R.W.: The lineup, as you call it, will essentially stay the same. But that doesn’t mean we can afford to ignore that we’re facing one of the biggest challenges of the last 10 or 15 years. The internet has turned everything upside down. And in view of consumers’ growing acceptance of it, I think it’s fair to call it a paradigm shift. We just have to adapt.

How do you go about it?

R.W.: For instance by stepping up the comprehensive consulting service we offer our partners in terms of their options for the best-possible presentation strategy. The consulting element has always played a major role in our service portfolio, but now we’ve given it even more weight by founding a new task force that focuses on analysis and strategy: WHITE Consult. The name stands for a team of experts – some of them in-house, some external – that includes media creatives, pollsters and experienced market experts. Its job is to investigate in even more depth what makes a brand special, where it wants to go and what constitutes the optimal strategy for its advertising – insights that are crucially important for the advice we give our clients. Just now you asked me about the future, and that’s basically what WHITE Consult’s motto is all about: “Creating future / engaging today’s luxury consumer.” That’s the challenge we have to rise to.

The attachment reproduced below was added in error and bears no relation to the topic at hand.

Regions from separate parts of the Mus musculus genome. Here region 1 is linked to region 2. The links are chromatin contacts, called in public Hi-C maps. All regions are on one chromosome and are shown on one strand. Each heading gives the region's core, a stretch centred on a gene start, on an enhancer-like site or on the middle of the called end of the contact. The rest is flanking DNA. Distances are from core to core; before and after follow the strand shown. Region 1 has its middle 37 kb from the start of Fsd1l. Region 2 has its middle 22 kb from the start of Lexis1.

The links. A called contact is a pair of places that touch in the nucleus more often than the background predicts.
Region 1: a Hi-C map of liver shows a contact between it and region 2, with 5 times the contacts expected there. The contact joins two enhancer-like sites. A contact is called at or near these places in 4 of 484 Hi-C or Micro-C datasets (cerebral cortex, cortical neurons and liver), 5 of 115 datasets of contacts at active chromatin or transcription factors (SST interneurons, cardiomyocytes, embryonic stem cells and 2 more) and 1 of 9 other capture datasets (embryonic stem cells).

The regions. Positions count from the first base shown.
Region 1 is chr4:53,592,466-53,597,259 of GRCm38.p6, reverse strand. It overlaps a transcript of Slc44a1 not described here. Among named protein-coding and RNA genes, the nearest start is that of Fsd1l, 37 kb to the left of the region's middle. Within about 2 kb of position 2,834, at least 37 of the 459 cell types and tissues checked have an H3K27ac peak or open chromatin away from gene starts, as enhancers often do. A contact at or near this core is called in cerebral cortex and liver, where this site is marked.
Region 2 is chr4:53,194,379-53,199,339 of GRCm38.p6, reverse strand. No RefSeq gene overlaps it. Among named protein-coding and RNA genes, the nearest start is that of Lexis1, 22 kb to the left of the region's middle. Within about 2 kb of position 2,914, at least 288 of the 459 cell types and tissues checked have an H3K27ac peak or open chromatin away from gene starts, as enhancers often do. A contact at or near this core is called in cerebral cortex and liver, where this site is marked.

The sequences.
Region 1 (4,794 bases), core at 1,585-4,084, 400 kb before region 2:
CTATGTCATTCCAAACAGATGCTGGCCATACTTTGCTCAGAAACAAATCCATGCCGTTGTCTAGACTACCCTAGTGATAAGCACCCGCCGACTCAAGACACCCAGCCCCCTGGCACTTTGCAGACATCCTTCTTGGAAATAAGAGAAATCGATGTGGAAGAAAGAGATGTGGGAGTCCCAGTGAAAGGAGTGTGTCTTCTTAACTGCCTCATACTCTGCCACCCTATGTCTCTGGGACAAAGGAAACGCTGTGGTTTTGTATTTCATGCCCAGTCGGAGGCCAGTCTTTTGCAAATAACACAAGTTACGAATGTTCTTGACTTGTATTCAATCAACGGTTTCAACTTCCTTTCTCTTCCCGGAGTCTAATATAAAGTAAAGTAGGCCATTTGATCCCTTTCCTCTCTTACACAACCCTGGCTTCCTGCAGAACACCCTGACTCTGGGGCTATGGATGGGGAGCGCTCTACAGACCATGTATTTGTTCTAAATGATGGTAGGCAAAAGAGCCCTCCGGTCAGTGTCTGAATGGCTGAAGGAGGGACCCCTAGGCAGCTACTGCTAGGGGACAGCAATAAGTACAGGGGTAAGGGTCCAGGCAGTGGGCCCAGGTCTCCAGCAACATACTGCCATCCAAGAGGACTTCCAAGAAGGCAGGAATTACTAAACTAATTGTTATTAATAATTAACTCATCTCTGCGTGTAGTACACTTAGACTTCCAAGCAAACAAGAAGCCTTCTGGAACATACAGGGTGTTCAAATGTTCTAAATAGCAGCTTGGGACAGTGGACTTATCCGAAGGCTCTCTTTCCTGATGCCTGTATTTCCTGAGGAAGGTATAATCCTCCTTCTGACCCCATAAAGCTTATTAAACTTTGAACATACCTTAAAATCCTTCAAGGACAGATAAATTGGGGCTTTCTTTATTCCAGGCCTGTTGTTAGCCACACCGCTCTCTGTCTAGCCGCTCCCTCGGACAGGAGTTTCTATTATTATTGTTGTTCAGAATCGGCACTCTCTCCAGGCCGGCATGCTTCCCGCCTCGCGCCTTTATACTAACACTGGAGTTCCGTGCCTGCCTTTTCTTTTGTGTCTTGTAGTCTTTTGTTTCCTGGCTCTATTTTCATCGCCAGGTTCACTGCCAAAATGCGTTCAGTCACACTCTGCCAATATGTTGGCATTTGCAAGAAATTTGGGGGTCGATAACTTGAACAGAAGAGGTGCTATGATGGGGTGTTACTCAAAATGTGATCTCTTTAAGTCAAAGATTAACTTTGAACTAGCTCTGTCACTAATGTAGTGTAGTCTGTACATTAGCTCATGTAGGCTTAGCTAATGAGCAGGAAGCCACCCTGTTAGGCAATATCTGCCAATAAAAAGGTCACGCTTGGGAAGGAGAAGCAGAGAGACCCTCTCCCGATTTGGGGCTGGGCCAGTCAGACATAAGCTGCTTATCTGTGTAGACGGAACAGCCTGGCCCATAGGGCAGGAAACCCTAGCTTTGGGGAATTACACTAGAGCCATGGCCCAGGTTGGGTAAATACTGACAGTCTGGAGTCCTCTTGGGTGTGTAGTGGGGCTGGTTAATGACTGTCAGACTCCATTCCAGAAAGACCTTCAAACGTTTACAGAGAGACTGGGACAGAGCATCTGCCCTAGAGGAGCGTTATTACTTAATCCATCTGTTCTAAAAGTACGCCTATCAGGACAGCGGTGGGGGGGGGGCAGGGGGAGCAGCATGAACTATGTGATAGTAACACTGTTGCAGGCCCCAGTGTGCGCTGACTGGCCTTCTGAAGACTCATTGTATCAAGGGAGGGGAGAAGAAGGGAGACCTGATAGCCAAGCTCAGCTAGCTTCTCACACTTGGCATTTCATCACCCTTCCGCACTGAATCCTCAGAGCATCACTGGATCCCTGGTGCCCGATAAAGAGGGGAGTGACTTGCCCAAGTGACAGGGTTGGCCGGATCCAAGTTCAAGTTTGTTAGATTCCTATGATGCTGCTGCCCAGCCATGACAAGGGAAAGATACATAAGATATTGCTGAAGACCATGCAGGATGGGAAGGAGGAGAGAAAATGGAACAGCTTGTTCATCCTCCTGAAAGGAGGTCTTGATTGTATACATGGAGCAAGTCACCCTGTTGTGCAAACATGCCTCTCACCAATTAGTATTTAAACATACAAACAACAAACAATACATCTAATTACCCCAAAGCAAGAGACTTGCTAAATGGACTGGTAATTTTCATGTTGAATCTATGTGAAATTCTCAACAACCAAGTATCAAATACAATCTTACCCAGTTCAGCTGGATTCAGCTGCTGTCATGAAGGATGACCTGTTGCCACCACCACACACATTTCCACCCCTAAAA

“It’s a terrible pity when there’s no longer a
member of the founding family there to hold a
protective hand over the brand’s traditions, just
stressed managers under pressure to succeed who
don’t really understand the brand properly and
only want to skim the cream.”

WHITE Communications GmbH Innsbrucker Ring 15 
81673 München